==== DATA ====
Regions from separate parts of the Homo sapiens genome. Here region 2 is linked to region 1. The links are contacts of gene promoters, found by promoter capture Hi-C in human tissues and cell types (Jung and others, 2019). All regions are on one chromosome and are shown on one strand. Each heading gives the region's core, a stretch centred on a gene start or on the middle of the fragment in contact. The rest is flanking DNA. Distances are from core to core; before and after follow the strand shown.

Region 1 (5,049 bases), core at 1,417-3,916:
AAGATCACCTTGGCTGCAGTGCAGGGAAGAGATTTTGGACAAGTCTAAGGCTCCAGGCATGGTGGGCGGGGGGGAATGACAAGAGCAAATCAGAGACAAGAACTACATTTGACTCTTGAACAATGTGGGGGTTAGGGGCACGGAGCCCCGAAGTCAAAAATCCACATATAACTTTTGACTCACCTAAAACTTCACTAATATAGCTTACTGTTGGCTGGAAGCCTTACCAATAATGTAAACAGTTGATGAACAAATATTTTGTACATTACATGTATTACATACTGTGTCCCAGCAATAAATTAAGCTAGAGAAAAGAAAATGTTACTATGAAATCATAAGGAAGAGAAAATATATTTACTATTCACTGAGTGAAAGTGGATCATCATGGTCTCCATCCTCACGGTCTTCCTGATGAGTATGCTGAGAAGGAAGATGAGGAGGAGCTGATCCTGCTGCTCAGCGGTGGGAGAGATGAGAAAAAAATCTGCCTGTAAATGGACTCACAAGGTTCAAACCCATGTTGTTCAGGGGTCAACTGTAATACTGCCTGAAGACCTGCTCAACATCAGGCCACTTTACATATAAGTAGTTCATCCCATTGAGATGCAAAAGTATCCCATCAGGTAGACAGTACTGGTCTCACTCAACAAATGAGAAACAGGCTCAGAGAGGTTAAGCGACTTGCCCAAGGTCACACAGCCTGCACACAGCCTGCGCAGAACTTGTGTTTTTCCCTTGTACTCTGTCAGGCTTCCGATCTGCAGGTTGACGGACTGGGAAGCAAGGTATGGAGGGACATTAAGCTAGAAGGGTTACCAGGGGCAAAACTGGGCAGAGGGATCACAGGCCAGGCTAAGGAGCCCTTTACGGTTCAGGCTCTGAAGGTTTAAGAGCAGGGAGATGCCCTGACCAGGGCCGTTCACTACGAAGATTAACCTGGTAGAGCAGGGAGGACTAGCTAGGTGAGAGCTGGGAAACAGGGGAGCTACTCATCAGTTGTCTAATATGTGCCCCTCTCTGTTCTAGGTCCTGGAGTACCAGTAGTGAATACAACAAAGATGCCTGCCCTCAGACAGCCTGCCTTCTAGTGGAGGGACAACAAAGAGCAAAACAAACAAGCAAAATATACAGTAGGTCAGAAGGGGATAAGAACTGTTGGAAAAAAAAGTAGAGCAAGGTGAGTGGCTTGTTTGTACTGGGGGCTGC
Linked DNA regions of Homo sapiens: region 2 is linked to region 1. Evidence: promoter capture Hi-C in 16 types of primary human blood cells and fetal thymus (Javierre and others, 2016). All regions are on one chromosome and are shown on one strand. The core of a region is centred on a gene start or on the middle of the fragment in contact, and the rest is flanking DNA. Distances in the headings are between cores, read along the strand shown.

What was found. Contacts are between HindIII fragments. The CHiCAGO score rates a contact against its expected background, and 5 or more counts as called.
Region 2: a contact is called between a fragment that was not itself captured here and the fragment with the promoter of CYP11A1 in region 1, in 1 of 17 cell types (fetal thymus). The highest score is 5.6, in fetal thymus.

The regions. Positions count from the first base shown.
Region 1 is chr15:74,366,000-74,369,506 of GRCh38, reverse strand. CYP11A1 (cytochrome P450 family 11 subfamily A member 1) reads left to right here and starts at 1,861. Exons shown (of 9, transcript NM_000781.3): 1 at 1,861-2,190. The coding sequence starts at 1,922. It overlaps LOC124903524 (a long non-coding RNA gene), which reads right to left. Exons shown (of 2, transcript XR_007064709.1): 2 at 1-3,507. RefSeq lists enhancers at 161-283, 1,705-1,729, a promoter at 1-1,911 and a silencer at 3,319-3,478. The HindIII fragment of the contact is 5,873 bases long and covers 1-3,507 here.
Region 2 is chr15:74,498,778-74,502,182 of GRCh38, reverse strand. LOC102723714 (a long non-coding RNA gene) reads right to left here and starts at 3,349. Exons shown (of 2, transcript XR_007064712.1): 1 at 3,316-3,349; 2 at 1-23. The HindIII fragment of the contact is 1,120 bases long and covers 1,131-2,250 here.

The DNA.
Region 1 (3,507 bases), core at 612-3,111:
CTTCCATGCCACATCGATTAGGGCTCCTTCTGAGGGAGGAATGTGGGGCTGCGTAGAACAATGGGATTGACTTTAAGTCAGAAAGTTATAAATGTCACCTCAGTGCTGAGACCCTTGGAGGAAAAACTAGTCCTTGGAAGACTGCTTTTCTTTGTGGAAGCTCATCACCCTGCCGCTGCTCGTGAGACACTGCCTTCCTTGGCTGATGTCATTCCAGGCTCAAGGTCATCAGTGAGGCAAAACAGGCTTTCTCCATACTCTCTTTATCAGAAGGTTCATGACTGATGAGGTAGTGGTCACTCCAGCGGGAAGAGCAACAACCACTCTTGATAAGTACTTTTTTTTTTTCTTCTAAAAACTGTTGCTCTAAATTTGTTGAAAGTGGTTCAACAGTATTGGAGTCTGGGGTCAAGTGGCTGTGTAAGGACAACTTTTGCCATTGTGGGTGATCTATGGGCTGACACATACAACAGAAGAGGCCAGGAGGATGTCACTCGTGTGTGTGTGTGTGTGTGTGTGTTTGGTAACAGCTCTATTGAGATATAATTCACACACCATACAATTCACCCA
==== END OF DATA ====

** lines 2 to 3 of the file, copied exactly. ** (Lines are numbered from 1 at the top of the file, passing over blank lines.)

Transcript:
Region 1 (5,049 bases), core at 1,417-3,916:
AAGATCACCTTGGCTGCAGTGCAGGGAAGAGATTTTGGACAAGTCTAAGGCTCCAGGCATGGTGGGCGGGGGGGAATGACAAGAGCAAATCAGAGACAAGAACTACATTTGACTCTTGAACAATGTGGGGGTTAGGGGCACGGAGCCCCGAAGTCAAAAATCCACATATAACTTTTGACTCACCTAAAACTTCACTAATATAGCTTACTGTTGGCTGGAAGCCTTACCAATAATGTAAACAGTTGATGAACAAATATTTTGTACATTACATGTATTACATACTGTGTCCCAGCAATAAATTAAGCTAGAGAAAAGAAAATGTTACTATGAAATCATAAGGAAGAGAAAATATATTTACTATTCACTGAGTGAAAGTGGATCATCATGGTCTCCATCCTCACGGTCTTCCTGATGAGTATGCTGAGAAGGAAGATGAGGAGGAGCTGATCCTGCTGCTCAGCGGTGGGAGAGATGAGAAAAAAATCTGCCTGTAAATGGACTCACAAGGTTCAAACCCATGTTGTTCAGGGGTCAACTGTAATACTGCCTGAAGACCTGCTCAACATCAGGCCACTTTACATATAAGTAGTTCATCCCATTGAGATGCAAAAGTATCCCATCAGGTAGACAGTACTGGTCTCACTCAACAAATGAGAAACAGGCTCAGAGAGGTTAAGCGACTTGCCCAAGGTCACACAGCCTGCACACAGCCTGCGCAGAACTTGTGTTTTTCCCTTGTACTCTGTCAGGCTTCCGATCTGCAGGTTGACGGACTGGGAAGCAAGGTATGGAGGGACATTAAGCTAGAAGGGTTACCAGGGGCAAAACTGGGCAGAGGGATCACAGGCCAGGCTAAGGAGCCCTTTACGGTTCAGGCTCTGAAGGTTTAAGAGCAGGGAGATGCCCTGACCAGGGCCGTTCACTACGAAGATTAACCTGGTAGAGCAGGGAGGACTAGCTAGGTGAGAGCTGGGAAACAGGGGAGCTACTCATCAGTTGTCTAATATGTGCCCCTCTCTGTTCTAGGTCCTGGAGTACCAGTAGTGAATACAACAAAGATGCCTGCCCTCAGACAGCCTGCCTTCTAGTGGAGGGACAACAAAGAGCAAAACAAACAAGCAAAATATACAGTAGGTCAGAAGGGGATAAGAACTGTTGGAAAAAAAAGTAGAGCAAGGTGAGTGGCTTGTTTGTACTGGGGGCTGC